When it comes to saving for retirement, it’s easy to put it off. There are bills to pay, rent or mortgage payments to budget for, student loans to pay off and fun to have now. When the current retirement age for someone born in the year 2000 is 68, there’s plenty of time to think about a pension, right?
Maybe, but the simple truth is that the sooner you start saving for your retirement, the better. It will give your money more time to potentially grow. If you leave it until later in life, you’ll need to save more in less time.
Calum O’Donnell, Chartered Financial Planner at Alan Boswell Group says “When we decide to stop working, we need to pay ourselves. Putting money away for this purpose stores up your future spending power. A pension is a fantastic way to do this, as it can be a pretty easy way to save.”
Read more: Employers guide to salary sacrifice pensions
How much do I need to save for retirement?
This depends on how much you earn, but anyone aged over 22 in the UK who earns more than £10,000 a year will be automatically enrolled into a workplace pension. This is great because your employer makes contributions to your pension on your behalf (the minimum amount for an employer to contribute went up to 3% in April 2019), in addition to the percentage of your salary that you pay in. The government also contributes in the form of tax relief, adding £2 for every £8 you put into your pension – basically free money for your retirement!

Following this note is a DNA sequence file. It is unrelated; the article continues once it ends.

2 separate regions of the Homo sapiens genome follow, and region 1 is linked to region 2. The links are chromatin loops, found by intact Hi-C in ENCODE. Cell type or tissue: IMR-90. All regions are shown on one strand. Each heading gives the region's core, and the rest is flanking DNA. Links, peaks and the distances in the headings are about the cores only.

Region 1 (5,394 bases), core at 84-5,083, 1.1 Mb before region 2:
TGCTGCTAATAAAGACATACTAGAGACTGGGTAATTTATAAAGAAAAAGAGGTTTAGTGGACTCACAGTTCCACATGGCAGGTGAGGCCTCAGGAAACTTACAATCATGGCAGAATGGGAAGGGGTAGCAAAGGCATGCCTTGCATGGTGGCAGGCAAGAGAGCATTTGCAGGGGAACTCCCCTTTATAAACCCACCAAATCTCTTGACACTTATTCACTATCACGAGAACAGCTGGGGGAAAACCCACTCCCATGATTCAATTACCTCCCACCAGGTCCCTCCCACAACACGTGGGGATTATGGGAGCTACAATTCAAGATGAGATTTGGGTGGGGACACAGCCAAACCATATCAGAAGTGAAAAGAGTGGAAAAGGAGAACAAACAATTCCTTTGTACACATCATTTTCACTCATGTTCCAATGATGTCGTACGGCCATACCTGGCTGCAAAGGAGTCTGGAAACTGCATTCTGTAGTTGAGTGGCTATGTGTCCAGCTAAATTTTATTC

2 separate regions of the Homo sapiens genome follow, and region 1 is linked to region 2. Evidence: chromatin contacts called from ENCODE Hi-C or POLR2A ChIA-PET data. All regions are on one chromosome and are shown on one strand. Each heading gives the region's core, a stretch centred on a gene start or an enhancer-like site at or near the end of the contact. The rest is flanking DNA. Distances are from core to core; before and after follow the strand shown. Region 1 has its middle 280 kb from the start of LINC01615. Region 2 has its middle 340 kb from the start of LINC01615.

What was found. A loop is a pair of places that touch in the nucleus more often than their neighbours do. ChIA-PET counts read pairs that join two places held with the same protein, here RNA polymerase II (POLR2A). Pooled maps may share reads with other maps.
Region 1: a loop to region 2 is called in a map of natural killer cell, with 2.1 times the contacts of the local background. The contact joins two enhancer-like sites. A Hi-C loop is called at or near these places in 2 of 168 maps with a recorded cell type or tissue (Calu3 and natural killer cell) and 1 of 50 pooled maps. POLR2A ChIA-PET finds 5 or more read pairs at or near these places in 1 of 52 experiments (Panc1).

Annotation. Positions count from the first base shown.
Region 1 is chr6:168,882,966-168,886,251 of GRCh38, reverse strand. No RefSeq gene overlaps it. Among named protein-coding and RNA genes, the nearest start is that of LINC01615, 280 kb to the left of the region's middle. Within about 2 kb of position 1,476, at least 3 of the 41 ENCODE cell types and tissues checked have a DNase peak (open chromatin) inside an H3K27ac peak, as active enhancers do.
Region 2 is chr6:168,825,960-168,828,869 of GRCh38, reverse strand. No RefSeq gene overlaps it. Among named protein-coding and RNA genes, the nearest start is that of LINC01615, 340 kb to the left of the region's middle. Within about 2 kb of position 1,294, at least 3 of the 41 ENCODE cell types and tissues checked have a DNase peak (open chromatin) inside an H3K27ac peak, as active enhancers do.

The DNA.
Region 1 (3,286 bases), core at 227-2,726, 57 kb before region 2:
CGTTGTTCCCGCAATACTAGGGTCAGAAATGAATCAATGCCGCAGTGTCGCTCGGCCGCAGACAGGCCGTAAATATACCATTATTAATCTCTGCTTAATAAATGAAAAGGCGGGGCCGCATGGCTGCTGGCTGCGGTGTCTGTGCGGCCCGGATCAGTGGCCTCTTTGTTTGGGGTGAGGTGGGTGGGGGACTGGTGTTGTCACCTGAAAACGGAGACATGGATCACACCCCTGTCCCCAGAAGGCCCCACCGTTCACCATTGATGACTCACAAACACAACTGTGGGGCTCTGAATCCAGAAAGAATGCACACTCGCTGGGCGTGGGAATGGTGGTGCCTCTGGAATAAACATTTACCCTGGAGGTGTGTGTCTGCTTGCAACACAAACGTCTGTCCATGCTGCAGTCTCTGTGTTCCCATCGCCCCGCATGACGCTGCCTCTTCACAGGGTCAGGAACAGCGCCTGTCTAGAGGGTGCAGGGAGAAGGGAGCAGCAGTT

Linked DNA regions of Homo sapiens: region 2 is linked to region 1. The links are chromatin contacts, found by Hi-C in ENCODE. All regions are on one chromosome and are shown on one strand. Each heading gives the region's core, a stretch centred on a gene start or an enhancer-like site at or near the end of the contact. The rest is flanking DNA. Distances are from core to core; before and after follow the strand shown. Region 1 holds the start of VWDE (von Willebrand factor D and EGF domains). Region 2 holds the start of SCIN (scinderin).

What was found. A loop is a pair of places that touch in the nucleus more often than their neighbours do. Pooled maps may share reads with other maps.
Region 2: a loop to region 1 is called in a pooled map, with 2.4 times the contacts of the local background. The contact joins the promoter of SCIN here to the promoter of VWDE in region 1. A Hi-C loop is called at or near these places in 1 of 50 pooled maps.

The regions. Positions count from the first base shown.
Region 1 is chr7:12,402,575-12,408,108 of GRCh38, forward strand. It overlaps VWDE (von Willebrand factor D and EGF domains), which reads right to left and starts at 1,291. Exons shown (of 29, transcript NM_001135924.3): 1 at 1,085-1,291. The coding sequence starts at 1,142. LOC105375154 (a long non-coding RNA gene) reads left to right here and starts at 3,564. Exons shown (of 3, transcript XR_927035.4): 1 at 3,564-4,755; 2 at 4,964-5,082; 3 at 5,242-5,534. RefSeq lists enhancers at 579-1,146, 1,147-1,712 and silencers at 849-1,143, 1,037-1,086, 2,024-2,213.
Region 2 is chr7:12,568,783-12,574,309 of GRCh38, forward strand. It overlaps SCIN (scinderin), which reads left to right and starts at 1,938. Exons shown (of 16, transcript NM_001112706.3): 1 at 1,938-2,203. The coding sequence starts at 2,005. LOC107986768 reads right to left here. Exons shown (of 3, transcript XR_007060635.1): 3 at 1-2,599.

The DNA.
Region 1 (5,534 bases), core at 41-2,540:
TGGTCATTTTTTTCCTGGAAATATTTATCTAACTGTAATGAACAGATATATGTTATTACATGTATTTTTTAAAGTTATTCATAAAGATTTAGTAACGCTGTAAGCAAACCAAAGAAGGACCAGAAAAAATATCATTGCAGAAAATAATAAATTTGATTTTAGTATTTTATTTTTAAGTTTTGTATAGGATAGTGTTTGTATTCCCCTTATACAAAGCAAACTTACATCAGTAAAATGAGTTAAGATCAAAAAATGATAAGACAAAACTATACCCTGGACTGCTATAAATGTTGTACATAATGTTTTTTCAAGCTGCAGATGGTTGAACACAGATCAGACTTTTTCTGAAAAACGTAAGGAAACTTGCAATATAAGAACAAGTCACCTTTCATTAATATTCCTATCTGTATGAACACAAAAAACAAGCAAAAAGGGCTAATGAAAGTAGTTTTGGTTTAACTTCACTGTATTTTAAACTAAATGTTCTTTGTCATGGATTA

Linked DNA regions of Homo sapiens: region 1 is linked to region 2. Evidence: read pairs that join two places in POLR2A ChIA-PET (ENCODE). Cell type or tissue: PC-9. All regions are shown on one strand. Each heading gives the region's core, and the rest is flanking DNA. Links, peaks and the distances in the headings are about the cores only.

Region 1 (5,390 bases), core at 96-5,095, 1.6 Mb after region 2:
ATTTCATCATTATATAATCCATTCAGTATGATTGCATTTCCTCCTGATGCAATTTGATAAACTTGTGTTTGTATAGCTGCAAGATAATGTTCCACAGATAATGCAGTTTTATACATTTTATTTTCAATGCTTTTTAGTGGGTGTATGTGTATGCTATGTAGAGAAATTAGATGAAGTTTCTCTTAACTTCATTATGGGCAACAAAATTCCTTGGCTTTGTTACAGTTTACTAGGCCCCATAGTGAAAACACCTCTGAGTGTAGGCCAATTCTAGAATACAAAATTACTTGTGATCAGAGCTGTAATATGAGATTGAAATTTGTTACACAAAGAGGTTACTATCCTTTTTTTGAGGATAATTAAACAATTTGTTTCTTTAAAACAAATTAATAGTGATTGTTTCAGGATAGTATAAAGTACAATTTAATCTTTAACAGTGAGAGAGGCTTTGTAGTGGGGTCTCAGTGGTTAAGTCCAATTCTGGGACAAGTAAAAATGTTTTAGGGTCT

Of course, it can be difficult to prioritise future saving when there are things to pay for now. Calum has some advice for this “For some people, paying the bills will be all they can do. Still, it’s important to remember to pay ourselves first. Establishing good habits through automatic saving is the best way to get started, even if it’s with a small amount. The earlier you start, the harder your money will work for you.”
So how much could I save?
According to Scottish Widows, if you’re 24 and aiming to retire at 65 and start saving now you could receive a pension:
- 28% higher than if you waited 5 years and made the same monthly payments
- 68% higher than if you waited 10 years and made the same monthly payments
- 21% higher than if you waited 5 years and made the same single payment
- 47% higher than if you waited 10 years and made the same single payment.
No matter how old you are, it’s always worthwhile considering your pension options. With so many financial pressures, saving for your retirement can feel low down on the list of priorities, but the sooner you start saving the easier it will be to make sure you’ve got enough money set aside to do the things you want to do later in life.
Still not sure about saving for your future? Call us today and speak to an expert about how to reach your retirement goals.
Please note, the value of an investment and any income from it can go down as well as up and you might not get back the original amount invested. The past is not a guide to the future.
The value of tax benefits depends on your individual circumstances and the laws concerning these can change.